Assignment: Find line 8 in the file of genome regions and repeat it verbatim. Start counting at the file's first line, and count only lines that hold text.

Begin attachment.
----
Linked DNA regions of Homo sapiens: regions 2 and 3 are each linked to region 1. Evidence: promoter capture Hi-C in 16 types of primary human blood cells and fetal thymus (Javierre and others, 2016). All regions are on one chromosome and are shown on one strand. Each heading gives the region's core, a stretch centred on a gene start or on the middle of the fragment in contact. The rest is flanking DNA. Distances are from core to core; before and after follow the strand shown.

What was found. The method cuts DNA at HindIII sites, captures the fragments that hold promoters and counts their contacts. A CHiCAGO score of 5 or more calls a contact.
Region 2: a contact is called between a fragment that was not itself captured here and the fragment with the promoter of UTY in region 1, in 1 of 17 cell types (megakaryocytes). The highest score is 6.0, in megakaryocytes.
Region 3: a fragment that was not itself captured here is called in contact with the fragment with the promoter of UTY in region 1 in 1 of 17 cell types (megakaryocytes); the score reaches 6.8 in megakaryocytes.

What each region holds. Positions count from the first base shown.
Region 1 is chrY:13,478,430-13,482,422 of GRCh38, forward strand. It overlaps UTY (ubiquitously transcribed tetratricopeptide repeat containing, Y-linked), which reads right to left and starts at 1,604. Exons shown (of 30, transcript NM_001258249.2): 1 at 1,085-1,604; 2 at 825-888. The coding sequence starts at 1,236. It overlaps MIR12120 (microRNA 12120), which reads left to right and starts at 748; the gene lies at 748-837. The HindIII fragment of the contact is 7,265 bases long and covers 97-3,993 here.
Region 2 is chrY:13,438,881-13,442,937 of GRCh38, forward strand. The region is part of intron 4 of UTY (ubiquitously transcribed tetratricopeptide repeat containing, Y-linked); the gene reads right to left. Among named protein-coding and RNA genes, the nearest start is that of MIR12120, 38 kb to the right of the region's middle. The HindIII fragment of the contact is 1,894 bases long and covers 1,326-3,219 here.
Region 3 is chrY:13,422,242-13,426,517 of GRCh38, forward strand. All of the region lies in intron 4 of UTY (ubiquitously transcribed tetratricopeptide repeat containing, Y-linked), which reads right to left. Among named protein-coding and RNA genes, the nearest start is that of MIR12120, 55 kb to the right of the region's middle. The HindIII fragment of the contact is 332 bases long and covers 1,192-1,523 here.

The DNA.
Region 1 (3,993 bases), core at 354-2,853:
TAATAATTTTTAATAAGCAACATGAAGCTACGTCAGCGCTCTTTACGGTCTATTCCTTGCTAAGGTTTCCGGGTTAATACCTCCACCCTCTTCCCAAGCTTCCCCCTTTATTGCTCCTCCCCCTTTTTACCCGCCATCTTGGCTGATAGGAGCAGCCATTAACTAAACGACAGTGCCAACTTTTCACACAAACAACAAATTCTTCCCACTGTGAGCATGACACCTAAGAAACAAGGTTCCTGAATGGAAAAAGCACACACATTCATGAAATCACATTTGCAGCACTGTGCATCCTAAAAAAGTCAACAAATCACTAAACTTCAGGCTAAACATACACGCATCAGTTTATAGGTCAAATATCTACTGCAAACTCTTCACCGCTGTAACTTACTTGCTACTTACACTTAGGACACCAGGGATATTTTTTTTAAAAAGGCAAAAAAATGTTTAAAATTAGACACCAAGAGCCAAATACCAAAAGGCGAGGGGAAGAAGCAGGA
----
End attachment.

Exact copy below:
Region 3 is chrY:13,422,242-13,426,517 of GRCh38, forward strand. All of the region lies in intron 4 of UTY (ubiquitously transcribed tetratricopeptide repeat containing, Y-linked), which reads right to left. Among named protein-coding and RNA genes, the nearest start is that of MIR12120, 55 kb to the right of the region's middle. The HindIII fragment of the contact is 332 bases long and covers 1,192-1,523 here.